State lawmakers on Wednesday rebuked Texas Health and Human Services Commission officials for bungling millions of dollars in contracts, a problem revealed this month.
Lawmakers called the contracting problems a systemic failure of the agency, which has struggled for years to follow proper procurement processes. Officials inaccurately scored an estimated $600 million worth of contracts in recent months.
Hours before Health and Human Services Commissioner Charles Smith testified before the Texas House Appropriations Committee, agency officials said Chief Operating Officer Heather Griffith Peterson resigned, effective Wednesday.
Peterson, who oversaw the agency’s procurement process, joins three other staff members who have left the agency recently. Michael Parks, associate commissioner of procurement operations, and two of his aides were fired.
The latest errors have led to the cancellation of managed care contracts to serve low-income children, delays in launching a new database to track birth and death statistics statewide and intervention by a disappointed Gov. Greg Abbott, who dispatched one of his aides, former state Sen. Tommy Williams, to correct the problems.
“I’m sitting before you because we failed. We let you down. We let the governor down. We let taxpayers down. We let our vendors down. We let our fellow professionals down,” Smith told the committee during Wednesday’s hearing. “Everyone deserves better.”
Some lawmakers said Smith’s apology was too late.
“We can’t keep coming back to this trough and not have resolutions to these types of issue. You’re the guy in charge. The buck stops here, right?” said Rep. Jay Dean, R-Longview.
Earlier this month, agency officials canceled five managed care contracts worth $580 million after they discovered staff members had evaluated interested vendors with a tool that contained errors. The contractors were to provide health care for low-income children in rural parts of the state and in Hidalgo County in the Children’s Health Insurance Program. The managed care organizations would have provided services between Sept. 1, 2018, to Dec. 31, 2019. The agency will extend contracts of existing vendors so CHIP patients won’t experience an interruption in services, according to the agency.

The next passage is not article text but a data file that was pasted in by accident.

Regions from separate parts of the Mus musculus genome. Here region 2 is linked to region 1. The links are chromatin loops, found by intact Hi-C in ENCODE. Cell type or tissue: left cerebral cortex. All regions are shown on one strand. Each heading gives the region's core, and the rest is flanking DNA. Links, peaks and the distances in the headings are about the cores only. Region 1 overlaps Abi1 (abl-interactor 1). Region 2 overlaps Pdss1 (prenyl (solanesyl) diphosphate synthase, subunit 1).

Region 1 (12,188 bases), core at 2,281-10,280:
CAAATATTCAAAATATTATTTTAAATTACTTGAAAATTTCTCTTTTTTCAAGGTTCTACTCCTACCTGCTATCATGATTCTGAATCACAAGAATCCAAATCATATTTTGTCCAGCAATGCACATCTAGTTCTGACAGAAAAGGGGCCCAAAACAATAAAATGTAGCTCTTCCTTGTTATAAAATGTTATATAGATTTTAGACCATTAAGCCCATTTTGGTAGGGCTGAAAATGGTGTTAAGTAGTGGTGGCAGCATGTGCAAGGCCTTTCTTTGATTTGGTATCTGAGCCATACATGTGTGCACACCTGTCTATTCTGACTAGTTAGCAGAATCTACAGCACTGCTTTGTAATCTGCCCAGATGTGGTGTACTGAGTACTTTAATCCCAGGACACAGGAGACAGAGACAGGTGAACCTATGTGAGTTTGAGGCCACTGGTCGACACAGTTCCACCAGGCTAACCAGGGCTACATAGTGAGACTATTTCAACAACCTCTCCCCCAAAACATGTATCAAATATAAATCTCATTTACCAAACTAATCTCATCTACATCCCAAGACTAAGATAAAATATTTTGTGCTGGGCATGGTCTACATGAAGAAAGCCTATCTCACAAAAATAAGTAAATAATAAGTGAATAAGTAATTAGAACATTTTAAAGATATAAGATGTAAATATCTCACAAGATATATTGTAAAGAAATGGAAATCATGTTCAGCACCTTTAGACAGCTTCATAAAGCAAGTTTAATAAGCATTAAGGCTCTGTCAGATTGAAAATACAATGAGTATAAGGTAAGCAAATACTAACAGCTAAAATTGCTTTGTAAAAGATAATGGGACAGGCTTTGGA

On Monday, the State Auditor’s Office released a report highlighting a series of problems with how the agency awarded a $17.5 million contract in 2016 to develop and maintain a database to track birth and death statistics across state. Auditing officials said the agency inaccurately scored the five interested vendors and used the wrong information to award the bid to Genesis Systems Inc. If the agency had accurately scored the bidders, Genesis would have still earned the contract, the audit said. Improper approval process also led to a delay of the launch date of the database by a year to Jan. 1, 2019, and increased the cost of the contract by more than $1 million.
Among steps Smith said he was taking to address contracting issues is to temporarily hire a quality control team to double-check the scoring work of the agency as well as to internally audit the agency’s procurement process. The state auditor’s office and the inspector general are also doing reviews.
Rep. Sarah Davis, R-West University, told Smith on Wednesday that the agency has known of contracting problems for at least the last 18 months but officials have done nothing to address them.
Rep. Mary González, D-Clint, said she was concerned that contracting errors might lead to companies not wanting to do business with the state, which would ultimately hurt people the agency is supposed to serve.
Smith said the procurement department responsible for the scoring issues has vacancies, but Rep. John Zerwas, R-Richmond, the appropriations committee chairman, said adding staff won’t change the systemic problems that he said are plaguing the agency’s procurement process.
“We’re trying to do things the same old way. I’m not sure that’s really the answer,” he said.
The agency handles about 108,000 contracts worth $60 billion, a figure that has grown over the last several years as the agency, under direction from the Legislature, has transitioned much of its health care services to private managed care organizations. Such organizations receive about $30 billion in state money each year, promising to improve health care delivery at a lower price than the state could do it.
Rep. Richard Peña Raymond, D-Laredo, came to Smith’s defense, saying the latest contracting flap shouldn’t be compared with the 21CT contracting scandal that he said involved unethical practices by agency officials.
Problems with the 21CT deal revolved around a $20 million contract between the agency’s inspector general’s office and Austin data analytics firm 21CT to detect Medicaid fraud. A $90 million contract extension with the company was canceled in December 2014 after an American-Statesman investigation revealed an array of problems, including the lack of a traditional bidding process, little oversight and a possible conflict of interest.
“We have created the largest state agency in the country and when you make something this big and you have $30 billion in contracts going out, there are going to be some mistakes. There are going to be human errors. And I don’t think it’s fair … (to) compare it to 21CT debacle,” Raymond said.